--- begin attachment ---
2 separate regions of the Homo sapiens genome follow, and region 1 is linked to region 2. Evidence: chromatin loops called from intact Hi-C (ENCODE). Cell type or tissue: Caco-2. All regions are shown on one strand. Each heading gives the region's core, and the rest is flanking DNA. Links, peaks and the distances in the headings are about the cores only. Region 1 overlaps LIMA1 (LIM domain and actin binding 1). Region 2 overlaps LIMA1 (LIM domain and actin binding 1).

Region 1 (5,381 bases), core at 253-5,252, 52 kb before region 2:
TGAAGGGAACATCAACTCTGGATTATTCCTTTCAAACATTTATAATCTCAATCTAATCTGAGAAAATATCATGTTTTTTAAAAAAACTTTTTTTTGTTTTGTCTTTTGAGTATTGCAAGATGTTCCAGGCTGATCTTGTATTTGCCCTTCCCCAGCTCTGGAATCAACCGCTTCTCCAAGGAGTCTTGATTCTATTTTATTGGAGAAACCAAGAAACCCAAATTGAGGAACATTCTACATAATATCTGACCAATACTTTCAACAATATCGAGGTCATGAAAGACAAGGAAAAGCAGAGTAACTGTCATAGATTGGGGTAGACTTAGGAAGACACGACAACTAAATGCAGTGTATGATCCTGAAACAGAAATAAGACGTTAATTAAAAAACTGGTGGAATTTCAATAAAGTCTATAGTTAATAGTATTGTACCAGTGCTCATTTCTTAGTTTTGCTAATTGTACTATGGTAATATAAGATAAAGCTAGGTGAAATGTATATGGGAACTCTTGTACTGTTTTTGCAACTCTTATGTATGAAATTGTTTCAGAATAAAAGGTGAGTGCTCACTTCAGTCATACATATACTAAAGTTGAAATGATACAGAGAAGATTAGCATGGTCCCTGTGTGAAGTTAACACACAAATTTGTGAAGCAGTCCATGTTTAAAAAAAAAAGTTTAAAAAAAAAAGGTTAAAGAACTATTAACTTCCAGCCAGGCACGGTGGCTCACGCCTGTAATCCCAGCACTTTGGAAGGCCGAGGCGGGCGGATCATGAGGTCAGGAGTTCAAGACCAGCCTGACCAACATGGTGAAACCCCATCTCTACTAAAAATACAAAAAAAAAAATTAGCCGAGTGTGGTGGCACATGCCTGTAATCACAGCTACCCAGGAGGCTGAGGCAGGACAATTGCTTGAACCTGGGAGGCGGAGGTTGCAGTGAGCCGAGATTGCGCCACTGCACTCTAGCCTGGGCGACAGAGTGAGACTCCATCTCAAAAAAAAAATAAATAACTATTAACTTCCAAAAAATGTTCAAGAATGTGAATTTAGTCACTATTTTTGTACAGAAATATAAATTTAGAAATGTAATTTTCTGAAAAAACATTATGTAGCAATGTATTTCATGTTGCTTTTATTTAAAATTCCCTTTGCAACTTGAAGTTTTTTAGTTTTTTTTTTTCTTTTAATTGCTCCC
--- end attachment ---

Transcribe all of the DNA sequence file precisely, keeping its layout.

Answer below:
2 separate regions of the Homo sapiens genome follow, and region 1 is linked to region 2. Evidence: chromatin loops called from intact Hi-C (ENCODE). Cell type or tissue: Caco-2. All regions are shown on one strand. Each heading gives the region's core, and the rest is flanking DNA. Links, peaks and the distances in the headings are about the cores only. Region 1 overlaps LIMA1 (LIM domain and actin binding 1). Region 2 overlaps LIMA1 (LIM domain and actin binding 1).

Region 1 (5,381 bases), core at 253-5,252, 52 kb before region 2:
TGAAGGGAACATCAACTCTGGATTATTCCTTTCAAACATTTATAATCTCAATCTAATCTGAGAAAATATCATGTTTTTTAAAAAAACTTTTTTTTGTTTTGTCTTTTGAGTATTGCAAGATGTTCCAGGCTGATCTTGTATTTGCCCTTCCCCAGCTCTGGAATCAACCGCTTCTCCAAGGAGTCTTGATTCTATTTTATTGGAGAAACCAAGAAACCCAAATTGAGGAACATTCTACATAATATCTGACCAATACTTTCAACAATATCGAGGTCATGAAAGACAAGGAAAAGCAGAGTAACTGTCATAGATTGGGGTAGACTTAGGAAGACACGACAACTAAATGCAGTGTATGATCCTGAAACAGAAATAAGACGTTAATTAAAAAACTGGTGGAATTTCAATAAAGTCTATAGTTAATAGTATTGTACCAGTGCTCATTTCTTAGTTTTGCTAATTGTACTATGGTAATATAAGATAAAGCTAGGTGAAATGTATATGGGAACTCTTGTACTGTTTTTGCAACTCTTATGTATGAAATTGTTTCAGAATAAAAGGTGAGTGCTCACTTCAGTCATACATATACTAAAGTTGAAATGATACAGAGAAGATTAGCATGGTCCCTGTGTGAAGTTAACACACAAATTTGTGAAGCAGTCCATGTTTAAAAAAAAAAGTTTAAAAAAAAAAGGTTAAAGAACTATTAACTTCCAGCCAGGCACGGTGGCTCACGCCTGTAATCCCAGCACTTTGGAAGGCCGAGGCGGGCGGATCATGAGGTCAGGAGTTCAAGACCAGCCTGACCAACATGGTGAAACCCCATCTCTACTAAAAATACAAAAAAAAAAATTAGCCGAGTGTGGTGGCACATGCCTGTAATCACAGCTACCCAGGAGGCTGAGGCAGGACAATTGCTTGAACCTGGGAGGCGGAGGTTGCAGTGAGCCGAGATTGCGCCACTGCACTCTAGCCTGGGCGACAGAGTGAGACTCCATCTCAAAAAAAAAATAAATAACTATTAACTTCCAAAAAATGTTCAAGAATGTGAATTTAGTCACTATTTTTGTACAGAAATATAAATTTAGAAATGTAATTTTCTGAAAAAACATTATGTAGCAATGTATTTCATGTTGCTTTTATTTAAAATTCCCTTTGCAACTTGAAGTTTTTTAGTTTTTTTTTTTCTTTTAATTGCTCCC